Review: ‘Truman & Tennessee’ probes the often parallel lives of writers Capote and Williams
The beautifully constructed documentary “Truman & Tennessee: An Intimate Conversation” vividly recounts the often analogous lives of two of the 20th century’s most notable writers: author Truman Capote and playwright Tennessee Williams.
Directoremploys a treasure trove of archival material, some newly shot mood footage and fine work from Jim Parsons and Zachary Quinto as the voices of, respectively, Capote and Williams, to bring us back to a singular time in American culture and literary creation.
The film’s conceit is that we’re witnessing a verbal exchange of sorts between Capote and, who were longtime friends — and occasional frenemies. Despite their many parallels — they were both Southern-born men with father issues who were unapologetically gay in an era (the 1940s and ’50s) when homosexuality was anything but widely accepted — they had quite disparate personalities and approaches to their work.
This is perhaps best displayed here via a series of dueling clips from separate TV interviews they did between 1969 and 1972 with iconic chat-show host David Frost. In these bits, Capote comes off more subdued and less acerbic than he so often did in later years (the 5-foot-3-inchbecame known as “The Tiny Terror” for his gossip-mongering), while Williams appears warm and effusive. How they each handled Frost’s bold, probing questions about love and sex was most telling.
Excerpts from other interviews with TV hosts such as Dick Cavett, Merv Griffin and Bill Boggs are edifying as well.
With an expert assist from editor Bernadine Colish, Vreeland creates a stirring visual tapestry using images from the writers’ personal papers, manuscripts, photos, outlines, research notes, press clippings, magazine interviews and more.
Added to those are memorable clips from various film adaptations of their work. Capote is represented by “Breakfast at Tiffany’s” and “In Cold Blood,” while starry screen versions of such classic Williams plays as “A Streetcar Named Desire,” “Sweet Bird of Youth,” “Cat on a Hot Tin Roof” and “The Glass Menagerie” also get their close-ups.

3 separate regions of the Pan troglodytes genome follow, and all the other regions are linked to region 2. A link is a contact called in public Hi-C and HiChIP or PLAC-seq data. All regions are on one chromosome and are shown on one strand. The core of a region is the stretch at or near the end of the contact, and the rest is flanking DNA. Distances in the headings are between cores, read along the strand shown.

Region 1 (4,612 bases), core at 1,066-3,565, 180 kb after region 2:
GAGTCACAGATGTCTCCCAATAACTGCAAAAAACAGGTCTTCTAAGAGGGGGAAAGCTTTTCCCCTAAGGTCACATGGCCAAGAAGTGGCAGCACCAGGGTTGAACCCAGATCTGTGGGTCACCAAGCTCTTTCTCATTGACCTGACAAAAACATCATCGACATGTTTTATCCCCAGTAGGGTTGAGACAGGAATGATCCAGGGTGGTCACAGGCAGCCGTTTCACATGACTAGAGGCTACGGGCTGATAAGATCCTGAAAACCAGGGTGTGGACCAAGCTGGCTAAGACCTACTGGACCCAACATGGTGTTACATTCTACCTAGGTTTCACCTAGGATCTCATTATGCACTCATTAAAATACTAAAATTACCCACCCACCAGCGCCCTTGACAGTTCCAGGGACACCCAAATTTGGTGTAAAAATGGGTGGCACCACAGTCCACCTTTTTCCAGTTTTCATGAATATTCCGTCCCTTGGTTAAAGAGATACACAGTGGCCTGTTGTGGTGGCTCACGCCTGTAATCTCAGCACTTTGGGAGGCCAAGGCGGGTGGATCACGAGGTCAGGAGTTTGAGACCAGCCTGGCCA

The documentary’s “dialogue,” as spoken byand (the actors deftly evoke, rather than fully mimic, the writers’ distinctive speech patterns), is effectively culled from Capote’s and Williams’ essays, notes, print interviews, letters and elsewhere.
Other similarities between Capote and Williams shown here include that they each had long-term boyfriends (the two couples vacationed together in 1949 on the Italian island of Ischia) and both wove many then-taboo subjects into their writing.
Unfortunately, the scribes also suffered from depression and shared a penchant for booze and drugs that would lead to relatively early — and strangely close — deaths: Williams in 1983 at age 71, Capote in 1984 at 59.
Still, as the movie also makes clear, the prolific Williams remained far more productive than Capote in his later years, even if the quality of — and reception to — Williams’ work paled in comparison to his heyday. Meantime, Capote became more focused on celebrity and the social scene, which seemed to further foster his addictive tendencies.
Watching this captivating film, especially during Pride month, one can’t help but wonder how these outsized talents would have fared in a more open and embracing society — or would their demons have simply followed them into the 21st century? We’ll never know, but Vreeland’s documentary serves as both a wonderfully evocative time capsule and a candid tribute to a pair of artistic legends.
'Truman & Tennessee: An Intimate Conversation'
Running time: 1 hour, 26 minutes
Playing: Starts June 18, Landmark Nuart, West Los Angeles; Laemmle Town Center 5, Encino; Laemmle Playhouse 7, Pasadena
Inside the business of entertainment
The Wide Shot brings you news, analysis and insights on everything from streaming wars to production — and what it all means for the future.
You may occasionally receive promotional content from the Los Angeles Times.